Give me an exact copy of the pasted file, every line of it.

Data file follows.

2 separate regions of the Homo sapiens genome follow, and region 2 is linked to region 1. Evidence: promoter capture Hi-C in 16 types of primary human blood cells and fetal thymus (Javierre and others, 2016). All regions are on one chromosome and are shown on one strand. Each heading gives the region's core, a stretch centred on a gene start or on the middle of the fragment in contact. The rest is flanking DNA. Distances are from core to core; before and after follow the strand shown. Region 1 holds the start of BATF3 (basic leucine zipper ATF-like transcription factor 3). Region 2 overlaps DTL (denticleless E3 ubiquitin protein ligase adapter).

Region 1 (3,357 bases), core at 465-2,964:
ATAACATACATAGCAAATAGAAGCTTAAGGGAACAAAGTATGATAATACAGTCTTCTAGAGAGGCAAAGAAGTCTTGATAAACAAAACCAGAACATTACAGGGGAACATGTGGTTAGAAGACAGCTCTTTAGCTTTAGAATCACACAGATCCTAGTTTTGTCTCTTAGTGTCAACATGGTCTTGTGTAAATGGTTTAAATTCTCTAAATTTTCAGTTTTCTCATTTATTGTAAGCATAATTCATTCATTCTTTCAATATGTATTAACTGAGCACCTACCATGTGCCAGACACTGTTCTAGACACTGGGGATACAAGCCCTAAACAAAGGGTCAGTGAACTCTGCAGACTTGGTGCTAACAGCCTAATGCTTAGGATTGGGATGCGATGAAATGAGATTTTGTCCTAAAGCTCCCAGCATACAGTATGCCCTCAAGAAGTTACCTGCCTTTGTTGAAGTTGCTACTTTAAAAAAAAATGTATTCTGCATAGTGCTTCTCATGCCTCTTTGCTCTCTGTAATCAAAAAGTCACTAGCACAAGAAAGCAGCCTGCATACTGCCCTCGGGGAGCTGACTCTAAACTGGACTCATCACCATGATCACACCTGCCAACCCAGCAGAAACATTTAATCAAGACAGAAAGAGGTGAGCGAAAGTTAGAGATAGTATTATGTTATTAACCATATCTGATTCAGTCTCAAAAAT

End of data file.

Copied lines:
2 separate regions of the Homo sapiens genome follow, and region 2 is linked to region 1. Evidence: promoter capture Hi-C in 16 types of primary human blood cells and fetal thymus (Javierre and others, 2016). All regions are on one chromosome and are shown on one strand. Each heading gives the region's core, a stretch centred on a gene start or on the middle of the fragment in contact. The rest is flanking DNA. Distances are from core to core; before and after follow the strand shown. Region 1 holds the start of BATF3 (basic leucine zipper ATF-like transcription factor 3). Region 2 overlaps DTL (denticleless E3 ubiquitin protein ligase adapter).

Region 1 (3,357 bases), core at 465-2,964:
ATAACATACATAGCAAATAGAAGCTTAAGGGAACAAAGTATGATAATACAGTCTTCTAGAGAGGCAAAGAAGTCTTGATAAACAAAACCAGAACATTACAGGGGAACATGTGGTTAGAAGACAGCTCTTTAGCTTTAGAATCACACAGATCCTAGTTTTGTCTCTTAGTGTCAACATGGTCTTGTGTAAATGGTTTAAATTCTCTAAATTTTCAGTTTTCTCATTTATTGTAAGCATAATTCATTCATTCTTTCAATATGTATTAACTGAGCACCTACCATGTGCCAGACACTGTTCTAGACACTGGGGATACAAGCCCTAAACAAAGGGTCAGTGAACTCTGCAGACTTGGTGCTAACAGCCTAATGCTTAGGATTGGGATGCGATGAAATGAGATTTTGTCCTAAAGCTCCCAGCATACAGTATGCCCTCAAGAAGTTACCTGCCTTTGTTGAAGTTGCTACTTTAAAAAAAAATGTATTCTGCATAGTGCTTCTCATGCCTCTTTGCTCTCTGTAATCAAAAAGTCACTAGCACAAGAAAGCAGCCTGCATACTGCCCTCGGGGAGCTGACTCTAAACTGGACTCATCACCATGATCACACCTGCCAACCCAGCAGAAACATTTAATCAAGACAGAAAGAGGTGAGCGAAAGTTAGAGATAGTATTATGTTATTAACCATATCTGATTCAGTCTCAAAAAT